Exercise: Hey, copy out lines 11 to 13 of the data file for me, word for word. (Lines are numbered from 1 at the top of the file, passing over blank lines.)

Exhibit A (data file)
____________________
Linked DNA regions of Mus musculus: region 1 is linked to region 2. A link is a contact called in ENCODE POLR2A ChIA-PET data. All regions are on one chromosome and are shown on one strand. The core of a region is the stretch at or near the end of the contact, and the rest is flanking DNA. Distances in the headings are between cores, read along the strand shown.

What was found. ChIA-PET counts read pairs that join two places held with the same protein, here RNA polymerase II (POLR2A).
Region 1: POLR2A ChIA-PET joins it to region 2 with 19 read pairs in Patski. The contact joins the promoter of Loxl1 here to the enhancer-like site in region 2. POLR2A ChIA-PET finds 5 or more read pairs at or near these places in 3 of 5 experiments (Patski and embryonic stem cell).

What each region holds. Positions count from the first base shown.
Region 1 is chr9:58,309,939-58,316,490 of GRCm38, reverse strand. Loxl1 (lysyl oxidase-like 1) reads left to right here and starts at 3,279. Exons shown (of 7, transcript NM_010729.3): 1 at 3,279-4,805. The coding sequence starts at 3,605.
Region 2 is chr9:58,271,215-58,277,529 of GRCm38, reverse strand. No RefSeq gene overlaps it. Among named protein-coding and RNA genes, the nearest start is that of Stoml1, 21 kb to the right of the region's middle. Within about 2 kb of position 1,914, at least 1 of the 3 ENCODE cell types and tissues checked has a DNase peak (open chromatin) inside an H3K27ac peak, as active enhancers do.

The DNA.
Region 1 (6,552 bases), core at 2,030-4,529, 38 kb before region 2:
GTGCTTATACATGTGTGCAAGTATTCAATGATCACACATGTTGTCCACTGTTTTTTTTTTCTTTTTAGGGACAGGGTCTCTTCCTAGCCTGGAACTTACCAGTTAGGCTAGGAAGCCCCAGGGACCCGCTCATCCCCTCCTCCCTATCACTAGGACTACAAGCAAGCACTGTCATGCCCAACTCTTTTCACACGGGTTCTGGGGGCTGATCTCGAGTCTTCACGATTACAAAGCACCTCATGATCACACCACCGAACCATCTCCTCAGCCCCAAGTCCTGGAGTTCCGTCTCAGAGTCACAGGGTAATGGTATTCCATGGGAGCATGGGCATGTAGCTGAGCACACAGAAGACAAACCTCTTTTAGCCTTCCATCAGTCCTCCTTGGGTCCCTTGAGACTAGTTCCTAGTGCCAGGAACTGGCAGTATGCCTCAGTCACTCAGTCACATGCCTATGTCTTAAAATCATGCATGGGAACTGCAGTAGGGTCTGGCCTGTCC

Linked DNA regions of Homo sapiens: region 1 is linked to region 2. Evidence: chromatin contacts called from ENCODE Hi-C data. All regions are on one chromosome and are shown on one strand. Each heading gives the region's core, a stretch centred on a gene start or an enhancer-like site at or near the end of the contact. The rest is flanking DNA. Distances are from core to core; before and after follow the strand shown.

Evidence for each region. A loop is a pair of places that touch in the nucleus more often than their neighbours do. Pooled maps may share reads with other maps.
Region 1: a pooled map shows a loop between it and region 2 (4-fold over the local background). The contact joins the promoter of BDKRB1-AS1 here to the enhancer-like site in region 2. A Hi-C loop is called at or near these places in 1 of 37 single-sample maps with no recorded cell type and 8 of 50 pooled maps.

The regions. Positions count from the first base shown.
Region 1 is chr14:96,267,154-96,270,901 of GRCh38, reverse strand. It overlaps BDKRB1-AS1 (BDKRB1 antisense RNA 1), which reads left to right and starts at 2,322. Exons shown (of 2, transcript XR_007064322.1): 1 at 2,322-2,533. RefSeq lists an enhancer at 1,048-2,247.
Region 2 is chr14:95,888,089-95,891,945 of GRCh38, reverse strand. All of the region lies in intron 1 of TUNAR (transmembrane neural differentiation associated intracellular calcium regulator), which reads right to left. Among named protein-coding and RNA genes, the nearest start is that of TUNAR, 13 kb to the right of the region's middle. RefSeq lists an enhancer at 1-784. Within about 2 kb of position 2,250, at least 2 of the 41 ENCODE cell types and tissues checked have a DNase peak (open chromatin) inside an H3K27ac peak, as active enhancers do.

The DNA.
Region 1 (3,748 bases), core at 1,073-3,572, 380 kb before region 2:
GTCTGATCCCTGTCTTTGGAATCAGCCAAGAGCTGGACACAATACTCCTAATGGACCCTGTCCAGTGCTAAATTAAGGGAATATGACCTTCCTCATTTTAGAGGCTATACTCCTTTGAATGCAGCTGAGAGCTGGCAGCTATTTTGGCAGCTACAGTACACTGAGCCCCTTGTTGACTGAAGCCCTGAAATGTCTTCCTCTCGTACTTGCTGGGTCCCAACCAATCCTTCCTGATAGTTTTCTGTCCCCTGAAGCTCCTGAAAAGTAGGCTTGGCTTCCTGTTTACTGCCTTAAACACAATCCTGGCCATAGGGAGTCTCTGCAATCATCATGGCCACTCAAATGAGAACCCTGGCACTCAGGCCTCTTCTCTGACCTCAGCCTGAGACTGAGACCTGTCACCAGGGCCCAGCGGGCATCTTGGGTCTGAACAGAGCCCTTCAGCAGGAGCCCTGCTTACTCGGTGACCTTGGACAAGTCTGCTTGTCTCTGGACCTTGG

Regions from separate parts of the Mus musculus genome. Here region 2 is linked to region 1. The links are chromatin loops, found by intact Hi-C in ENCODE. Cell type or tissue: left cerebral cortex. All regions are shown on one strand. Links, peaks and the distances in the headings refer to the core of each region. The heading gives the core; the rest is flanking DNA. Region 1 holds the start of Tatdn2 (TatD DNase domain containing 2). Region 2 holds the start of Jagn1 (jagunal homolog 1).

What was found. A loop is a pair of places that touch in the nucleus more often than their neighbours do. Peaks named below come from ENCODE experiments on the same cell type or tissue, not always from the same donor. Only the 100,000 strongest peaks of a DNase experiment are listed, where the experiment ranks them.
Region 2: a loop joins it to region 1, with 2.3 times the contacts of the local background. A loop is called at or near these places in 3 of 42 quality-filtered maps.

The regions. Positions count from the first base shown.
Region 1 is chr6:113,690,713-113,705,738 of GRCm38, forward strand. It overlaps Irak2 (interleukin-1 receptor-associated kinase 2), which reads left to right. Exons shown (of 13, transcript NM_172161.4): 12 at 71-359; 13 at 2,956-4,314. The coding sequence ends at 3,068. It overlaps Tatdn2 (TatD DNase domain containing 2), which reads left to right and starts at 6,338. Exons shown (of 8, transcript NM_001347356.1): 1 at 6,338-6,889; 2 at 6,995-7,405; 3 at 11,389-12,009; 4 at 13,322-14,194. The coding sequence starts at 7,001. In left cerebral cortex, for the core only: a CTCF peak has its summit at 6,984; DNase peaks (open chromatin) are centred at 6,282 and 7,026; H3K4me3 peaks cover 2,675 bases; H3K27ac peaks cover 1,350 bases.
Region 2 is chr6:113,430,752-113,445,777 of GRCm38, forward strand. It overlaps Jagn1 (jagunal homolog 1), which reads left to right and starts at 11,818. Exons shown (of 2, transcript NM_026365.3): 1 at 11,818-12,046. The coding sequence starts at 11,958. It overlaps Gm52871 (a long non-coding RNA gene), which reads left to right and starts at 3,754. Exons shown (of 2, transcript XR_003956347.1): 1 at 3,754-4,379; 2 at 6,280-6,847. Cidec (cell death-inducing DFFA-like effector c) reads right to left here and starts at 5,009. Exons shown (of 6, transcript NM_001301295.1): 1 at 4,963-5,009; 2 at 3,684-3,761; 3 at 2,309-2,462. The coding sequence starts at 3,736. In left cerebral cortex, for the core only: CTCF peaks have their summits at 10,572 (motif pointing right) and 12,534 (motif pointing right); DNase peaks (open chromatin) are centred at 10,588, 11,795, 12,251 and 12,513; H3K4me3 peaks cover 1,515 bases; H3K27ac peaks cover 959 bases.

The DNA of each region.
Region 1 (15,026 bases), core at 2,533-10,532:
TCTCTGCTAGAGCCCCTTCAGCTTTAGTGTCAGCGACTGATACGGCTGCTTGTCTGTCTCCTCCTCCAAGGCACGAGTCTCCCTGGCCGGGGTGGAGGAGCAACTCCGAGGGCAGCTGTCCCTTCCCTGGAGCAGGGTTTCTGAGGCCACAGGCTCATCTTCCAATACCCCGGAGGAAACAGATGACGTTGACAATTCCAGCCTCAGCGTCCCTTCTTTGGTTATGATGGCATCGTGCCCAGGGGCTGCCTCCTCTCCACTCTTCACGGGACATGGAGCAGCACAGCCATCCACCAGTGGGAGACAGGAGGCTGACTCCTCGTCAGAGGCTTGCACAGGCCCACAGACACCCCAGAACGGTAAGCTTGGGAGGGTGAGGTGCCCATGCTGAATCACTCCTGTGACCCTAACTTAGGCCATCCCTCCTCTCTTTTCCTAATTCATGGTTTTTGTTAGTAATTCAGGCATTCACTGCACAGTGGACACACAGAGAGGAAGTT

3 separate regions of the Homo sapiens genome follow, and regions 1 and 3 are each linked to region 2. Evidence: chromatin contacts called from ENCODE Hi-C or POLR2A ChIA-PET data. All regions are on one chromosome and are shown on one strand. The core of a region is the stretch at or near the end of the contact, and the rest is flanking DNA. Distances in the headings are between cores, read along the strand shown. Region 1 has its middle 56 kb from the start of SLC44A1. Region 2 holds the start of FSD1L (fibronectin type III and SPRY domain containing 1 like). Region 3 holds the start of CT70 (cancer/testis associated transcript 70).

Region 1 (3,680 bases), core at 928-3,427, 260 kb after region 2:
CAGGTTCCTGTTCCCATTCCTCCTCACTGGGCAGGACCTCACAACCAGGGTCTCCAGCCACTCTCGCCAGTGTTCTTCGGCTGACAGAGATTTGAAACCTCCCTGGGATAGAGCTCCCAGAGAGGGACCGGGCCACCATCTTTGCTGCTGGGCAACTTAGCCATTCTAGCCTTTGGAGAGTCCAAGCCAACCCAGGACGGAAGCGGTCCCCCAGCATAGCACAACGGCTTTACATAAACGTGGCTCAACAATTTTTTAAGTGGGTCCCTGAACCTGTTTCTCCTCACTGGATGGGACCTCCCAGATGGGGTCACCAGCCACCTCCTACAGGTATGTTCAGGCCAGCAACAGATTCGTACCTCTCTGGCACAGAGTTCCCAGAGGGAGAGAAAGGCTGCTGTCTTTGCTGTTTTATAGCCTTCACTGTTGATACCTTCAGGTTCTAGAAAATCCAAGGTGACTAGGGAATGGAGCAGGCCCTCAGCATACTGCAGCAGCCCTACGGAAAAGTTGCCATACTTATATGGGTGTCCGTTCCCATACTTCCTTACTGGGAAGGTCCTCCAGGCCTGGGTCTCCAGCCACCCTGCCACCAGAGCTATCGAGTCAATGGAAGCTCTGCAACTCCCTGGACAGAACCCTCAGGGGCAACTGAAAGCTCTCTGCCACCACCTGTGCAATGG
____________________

Evidence for each region. A loop is a pair of places that touch in the nucleus more often than their neighbours do. Pooled maps may share reads with other maps.
Region 1: a pooled map shows a loop between it and region 2 (4-fold over the local background). The contact joins the promoter of BDKRB1-AS1 here to the enhancer-like site in region 2. A Hi-C loop is called at or near these places in 1 of 37 single-sample maps with no recorded cell type and 8 of 50 pooled maps.

The regions. Positions count from the first base shown.